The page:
1st offense:     Teacher/Student Conference
            2nd offense:    Teacher/Student Conference and Parent Contact
            3rd offense:     Teacher Assigned Detention and Parent Contact
            4th offense:     Referral to the Office

Major Projects/Papers/Assignments

I want to give clear guidelines so you can adequately prepare and focus your work.  On assignments where I have not given you a rubric AND at least one sample, please kindly refuse to do the project J.  In this way, you’ll be keeping me accountable as a teacher.   

Rubric for Class Discussion

5                    Four or more salient comments
Consistent focus of topic(s)
Respectful to peers and open to new ideas
Defends points with reasoned and specific support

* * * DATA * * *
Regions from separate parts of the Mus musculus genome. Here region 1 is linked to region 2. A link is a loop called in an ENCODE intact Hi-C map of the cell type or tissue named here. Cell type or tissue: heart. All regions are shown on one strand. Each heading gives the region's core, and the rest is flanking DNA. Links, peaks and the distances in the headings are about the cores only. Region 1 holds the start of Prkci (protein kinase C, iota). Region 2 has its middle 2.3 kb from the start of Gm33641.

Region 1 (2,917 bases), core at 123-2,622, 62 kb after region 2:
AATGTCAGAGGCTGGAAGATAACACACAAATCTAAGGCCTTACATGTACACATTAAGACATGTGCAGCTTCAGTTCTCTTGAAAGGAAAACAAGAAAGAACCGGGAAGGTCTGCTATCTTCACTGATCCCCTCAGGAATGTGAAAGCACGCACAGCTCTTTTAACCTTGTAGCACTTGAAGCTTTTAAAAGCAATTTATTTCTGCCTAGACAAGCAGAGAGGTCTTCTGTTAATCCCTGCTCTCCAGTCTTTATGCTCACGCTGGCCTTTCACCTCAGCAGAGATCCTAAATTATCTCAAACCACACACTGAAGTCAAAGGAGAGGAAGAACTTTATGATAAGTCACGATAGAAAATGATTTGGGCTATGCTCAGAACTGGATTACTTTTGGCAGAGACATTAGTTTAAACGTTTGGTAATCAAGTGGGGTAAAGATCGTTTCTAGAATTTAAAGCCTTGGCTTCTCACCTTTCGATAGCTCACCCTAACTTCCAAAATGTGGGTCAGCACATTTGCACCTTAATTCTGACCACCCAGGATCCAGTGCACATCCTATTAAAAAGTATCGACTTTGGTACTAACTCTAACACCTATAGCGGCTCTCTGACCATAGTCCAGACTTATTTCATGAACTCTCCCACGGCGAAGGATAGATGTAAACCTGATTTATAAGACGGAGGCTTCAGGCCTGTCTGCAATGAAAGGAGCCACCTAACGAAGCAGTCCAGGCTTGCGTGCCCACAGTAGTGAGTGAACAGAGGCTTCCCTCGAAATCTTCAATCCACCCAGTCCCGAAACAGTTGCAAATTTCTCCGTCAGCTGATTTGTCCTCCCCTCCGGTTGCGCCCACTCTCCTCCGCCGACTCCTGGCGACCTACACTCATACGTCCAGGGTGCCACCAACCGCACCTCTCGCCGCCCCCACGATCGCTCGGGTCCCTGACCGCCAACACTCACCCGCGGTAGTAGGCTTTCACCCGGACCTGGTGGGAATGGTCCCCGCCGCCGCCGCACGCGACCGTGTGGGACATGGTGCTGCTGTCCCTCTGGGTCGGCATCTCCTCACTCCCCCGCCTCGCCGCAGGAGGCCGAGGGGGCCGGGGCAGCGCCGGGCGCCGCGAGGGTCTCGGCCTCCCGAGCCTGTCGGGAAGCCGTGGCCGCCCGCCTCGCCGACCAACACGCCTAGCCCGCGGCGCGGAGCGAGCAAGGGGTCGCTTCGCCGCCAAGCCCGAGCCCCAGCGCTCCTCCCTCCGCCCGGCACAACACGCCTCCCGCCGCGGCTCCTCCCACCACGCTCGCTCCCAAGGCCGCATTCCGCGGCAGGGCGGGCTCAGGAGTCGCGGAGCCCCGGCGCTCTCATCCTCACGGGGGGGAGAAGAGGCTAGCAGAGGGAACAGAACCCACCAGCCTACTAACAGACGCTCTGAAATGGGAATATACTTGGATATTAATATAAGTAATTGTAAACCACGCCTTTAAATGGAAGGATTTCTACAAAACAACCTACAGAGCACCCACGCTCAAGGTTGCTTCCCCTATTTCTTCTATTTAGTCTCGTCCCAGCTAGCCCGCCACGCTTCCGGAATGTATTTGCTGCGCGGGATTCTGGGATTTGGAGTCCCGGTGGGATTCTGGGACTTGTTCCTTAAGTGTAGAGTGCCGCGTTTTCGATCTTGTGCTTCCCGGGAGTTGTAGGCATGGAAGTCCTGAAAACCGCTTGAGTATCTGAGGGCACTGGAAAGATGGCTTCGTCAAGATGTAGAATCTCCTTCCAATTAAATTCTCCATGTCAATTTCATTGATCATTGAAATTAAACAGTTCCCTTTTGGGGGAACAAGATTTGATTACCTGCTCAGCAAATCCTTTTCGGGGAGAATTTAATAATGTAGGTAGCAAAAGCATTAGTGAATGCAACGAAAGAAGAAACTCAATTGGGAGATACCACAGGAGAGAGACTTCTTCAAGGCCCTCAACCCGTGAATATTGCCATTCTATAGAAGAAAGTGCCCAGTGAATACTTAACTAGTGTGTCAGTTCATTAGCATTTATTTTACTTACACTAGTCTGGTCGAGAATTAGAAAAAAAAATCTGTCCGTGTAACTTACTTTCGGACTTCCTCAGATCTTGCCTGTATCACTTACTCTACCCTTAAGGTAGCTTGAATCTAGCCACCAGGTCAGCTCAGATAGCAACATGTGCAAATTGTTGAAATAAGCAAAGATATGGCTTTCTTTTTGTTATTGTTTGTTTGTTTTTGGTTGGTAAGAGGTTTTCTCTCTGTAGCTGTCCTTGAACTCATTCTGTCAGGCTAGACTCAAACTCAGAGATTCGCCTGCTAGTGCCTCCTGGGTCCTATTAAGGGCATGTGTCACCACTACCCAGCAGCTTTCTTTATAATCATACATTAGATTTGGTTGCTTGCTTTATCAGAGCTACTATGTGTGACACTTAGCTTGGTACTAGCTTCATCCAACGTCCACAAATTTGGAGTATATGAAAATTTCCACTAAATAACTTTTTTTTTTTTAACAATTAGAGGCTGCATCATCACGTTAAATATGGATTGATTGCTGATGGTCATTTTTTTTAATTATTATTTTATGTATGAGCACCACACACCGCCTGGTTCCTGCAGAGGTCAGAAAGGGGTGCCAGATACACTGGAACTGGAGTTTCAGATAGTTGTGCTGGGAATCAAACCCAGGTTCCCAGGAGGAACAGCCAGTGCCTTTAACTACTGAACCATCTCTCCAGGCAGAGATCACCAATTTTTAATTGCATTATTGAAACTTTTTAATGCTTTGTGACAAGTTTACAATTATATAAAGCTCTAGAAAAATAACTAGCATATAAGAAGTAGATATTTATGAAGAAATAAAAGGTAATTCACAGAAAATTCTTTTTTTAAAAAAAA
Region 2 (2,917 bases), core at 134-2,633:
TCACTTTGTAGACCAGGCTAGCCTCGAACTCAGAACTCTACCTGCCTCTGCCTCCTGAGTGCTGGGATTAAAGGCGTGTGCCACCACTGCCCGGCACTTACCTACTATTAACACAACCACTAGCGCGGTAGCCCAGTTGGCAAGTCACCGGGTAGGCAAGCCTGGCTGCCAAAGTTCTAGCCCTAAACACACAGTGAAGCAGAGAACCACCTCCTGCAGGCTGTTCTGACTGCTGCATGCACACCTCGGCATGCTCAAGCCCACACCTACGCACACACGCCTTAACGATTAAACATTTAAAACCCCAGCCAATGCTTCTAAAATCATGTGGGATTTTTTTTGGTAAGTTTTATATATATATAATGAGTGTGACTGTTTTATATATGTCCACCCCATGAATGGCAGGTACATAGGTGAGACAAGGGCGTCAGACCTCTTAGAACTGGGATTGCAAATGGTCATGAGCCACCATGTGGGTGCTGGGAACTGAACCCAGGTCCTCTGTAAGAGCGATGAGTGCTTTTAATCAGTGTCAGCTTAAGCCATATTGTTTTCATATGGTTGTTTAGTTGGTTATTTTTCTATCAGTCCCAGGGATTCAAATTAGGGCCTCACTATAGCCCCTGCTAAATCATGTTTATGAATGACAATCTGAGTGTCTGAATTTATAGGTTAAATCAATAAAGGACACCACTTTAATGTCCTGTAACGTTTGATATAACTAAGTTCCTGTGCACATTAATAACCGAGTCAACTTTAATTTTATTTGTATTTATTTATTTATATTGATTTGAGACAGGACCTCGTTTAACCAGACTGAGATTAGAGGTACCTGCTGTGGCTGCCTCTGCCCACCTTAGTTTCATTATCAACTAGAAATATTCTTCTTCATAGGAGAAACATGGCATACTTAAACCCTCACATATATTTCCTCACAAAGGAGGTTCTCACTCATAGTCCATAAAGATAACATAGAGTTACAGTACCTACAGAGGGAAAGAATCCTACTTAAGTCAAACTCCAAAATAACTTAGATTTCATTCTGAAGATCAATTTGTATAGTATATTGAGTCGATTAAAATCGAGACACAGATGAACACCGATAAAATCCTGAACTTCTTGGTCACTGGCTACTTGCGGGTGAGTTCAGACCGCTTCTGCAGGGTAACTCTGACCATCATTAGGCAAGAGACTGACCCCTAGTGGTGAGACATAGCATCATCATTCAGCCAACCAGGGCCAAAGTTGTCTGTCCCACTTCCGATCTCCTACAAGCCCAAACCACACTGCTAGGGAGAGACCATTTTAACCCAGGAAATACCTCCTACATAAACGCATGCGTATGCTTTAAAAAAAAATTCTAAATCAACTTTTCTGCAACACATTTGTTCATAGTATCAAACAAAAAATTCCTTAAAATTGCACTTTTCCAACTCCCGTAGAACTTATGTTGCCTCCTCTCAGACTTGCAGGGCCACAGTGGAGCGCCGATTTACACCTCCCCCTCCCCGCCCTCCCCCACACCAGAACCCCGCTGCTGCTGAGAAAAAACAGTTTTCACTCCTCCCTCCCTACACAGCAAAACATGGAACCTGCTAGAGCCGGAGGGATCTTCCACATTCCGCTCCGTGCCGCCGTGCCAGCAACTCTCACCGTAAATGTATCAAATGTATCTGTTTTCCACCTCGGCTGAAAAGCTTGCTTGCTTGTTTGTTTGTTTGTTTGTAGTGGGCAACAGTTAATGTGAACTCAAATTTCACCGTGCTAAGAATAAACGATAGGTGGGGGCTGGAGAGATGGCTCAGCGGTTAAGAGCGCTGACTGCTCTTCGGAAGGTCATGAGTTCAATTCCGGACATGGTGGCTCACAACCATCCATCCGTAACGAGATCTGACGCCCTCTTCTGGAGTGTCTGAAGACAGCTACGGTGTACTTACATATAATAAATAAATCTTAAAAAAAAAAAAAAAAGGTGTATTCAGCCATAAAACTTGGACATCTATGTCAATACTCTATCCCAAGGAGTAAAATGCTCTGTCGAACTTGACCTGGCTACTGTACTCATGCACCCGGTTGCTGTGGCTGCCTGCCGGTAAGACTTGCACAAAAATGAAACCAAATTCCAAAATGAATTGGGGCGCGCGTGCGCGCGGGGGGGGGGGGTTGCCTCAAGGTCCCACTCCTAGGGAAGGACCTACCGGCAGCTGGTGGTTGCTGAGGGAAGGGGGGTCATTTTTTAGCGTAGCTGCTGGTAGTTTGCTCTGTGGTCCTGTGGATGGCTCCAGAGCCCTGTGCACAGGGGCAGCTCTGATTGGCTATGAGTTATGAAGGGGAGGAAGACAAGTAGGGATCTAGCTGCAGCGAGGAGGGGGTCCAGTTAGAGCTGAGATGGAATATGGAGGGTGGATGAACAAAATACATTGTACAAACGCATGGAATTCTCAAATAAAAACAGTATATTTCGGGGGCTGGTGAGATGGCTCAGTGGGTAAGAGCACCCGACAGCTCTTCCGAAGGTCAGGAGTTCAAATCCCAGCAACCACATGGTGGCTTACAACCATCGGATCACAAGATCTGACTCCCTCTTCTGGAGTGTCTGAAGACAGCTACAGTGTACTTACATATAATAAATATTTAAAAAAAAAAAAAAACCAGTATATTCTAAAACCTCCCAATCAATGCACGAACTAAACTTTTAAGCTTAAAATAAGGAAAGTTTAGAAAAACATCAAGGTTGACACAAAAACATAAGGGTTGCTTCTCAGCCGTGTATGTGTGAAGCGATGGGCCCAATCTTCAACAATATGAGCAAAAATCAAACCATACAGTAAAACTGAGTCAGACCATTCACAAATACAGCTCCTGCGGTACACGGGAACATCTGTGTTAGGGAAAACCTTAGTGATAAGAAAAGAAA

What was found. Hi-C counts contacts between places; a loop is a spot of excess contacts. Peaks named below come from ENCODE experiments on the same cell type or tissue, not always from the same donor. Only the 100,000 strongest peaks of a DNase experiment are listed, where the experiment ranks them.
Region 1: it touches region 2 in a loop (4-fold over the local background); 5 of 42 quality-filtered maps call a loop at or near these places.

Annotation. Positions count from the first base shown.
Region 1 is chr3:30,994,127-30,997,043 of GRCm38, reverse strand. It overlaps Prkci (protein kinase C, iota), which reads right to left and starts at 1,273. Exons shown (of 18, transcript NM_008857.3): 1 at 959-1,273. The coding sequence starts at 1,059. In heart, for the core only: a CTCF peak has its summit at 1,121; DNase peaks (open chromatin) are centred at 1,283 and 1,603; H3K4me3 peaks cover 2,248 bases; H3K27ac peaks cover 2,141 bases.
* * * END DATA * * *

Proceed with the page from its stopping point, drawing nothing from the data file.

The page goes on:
Explored interaction of several elements to convey the message
Rich in detail, specific vivid language with direct quotes
Imaginative, insightful, well-chosen ideas
Fully elaborated; clearly ordered, well developed ideas
Demonstrates a sense of closure in ideas

4                    Three or more salient comments
Central focus on topic
Elaborated, organized with a sense of order
Some insight, adequate detail and direct quotes
Somewhat fluent
Demonstrates a sense of closure

3                    Two or more salient comments
Some communication of ideas but inadequately developed
Limited logic and inconsistent organization of ideas
Limited details and general language with little or no use of quotes
Lacking in fluency